It may only be the preseason, but that doesn't mean there aren't things to nitpick. And certainly, we already know there are plenty of nitwits out there.
During the season, this space will provide a forum for reasoned insensitivity. It's something we seem to have a firm grip upon in New England – the ability to find dark clouds in an otherwise clear sky. Good fortune is never looked at like something that should be cherished; rather, good fortune is often treated as a Pyrrhic victory.
Far be it for me to step in the way of constructive (or otherwise) criticism. Griping, moaning and complaining about something is part of the fabric around here. Even if the Patriots are coming off of a Super Bowl-winning season.
For many millennials, I'll wager you don't get it. You're used to winning. But the Patriots (and Red Sox, and Bruins for that matter) suffered through years of disastrous, wish-we-could-even-be-mediocre play on the field, and often times embarrassing actions off of it.
Check out a selection of the best images from the Patriots preseason game against the Green Bay Packers at Gillette Stadium on Thursday, August 13, 2015.
Those simpler, almost naïve days will always remain part of the history of professional sports in New England. There are those of us who appreciate the current 15-year run of success in this context – and there are those whose memories of dark-clouded days will never fade, forever scarred by one futile Sunday afternoon after another.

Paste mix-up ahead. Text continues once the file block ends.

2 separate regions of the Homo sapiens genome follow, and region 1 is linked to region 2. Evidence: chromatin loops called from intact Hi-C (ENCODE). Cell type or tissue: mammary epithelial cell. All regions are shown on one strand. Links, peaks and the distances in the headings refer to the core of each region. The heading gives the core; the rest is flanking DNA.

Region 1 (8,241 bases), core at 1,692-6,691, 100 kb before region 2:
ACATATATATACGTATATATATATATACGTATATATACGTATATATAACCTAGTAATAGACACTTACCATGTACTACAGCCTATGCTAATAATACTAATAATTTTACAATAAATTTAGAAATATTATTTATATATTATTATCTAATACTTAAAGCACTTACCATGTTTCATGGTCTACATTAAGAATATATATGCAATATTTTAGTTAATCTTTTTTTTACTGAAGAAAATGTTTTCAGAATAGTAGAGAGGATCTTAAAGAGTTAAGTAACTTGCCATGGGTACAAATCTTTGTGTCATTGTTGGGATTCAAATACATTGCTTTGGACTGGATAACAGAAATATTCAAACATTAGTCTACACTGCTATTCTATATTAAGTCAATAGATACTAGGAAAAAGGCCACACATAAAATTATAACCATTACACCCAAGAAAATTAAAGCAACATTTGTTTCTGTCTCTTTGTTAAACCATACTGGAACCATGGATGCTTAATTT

So with this in mind, following every game we'll narrow it down to three general areas that could be defined as needing improvement. Sometimes, these observations will seem hollow and at others, hopefully, they'll be on the money. Nevertheless, our dialogue will be meant to stimulate conversation and awareness.
And if you find you need a shoulder to cry upon, or an ear to bend as the season progresses, we're only as far away as your computer keyboard or your cellphone. As that great counselor-of-the-airwaves Fraser Crane was once fond of saying – "Go ahead caller. I'm listening."
It wasn't an O-Line, but an Oh-my-Line
Yes, it's the preseason. No, neither starting tackle was available to play, nor was the likely starting center. Yes, there were two rookies starting at guard. No, Jimmy Garoppolo was not able to update his life insurance policy prior to the seven sack beat-down laid upon his shoulders by the Green Bay Packers.
Yes, the Packers should be a Super Bowl contender themselves in the NFC as the 2015 season progresses. No, these games don't count. Yes, this is a situation that bears watching and needs immediate improvement or no, there won't be a healthy quarterback on the roster somewhere in the middle of this season.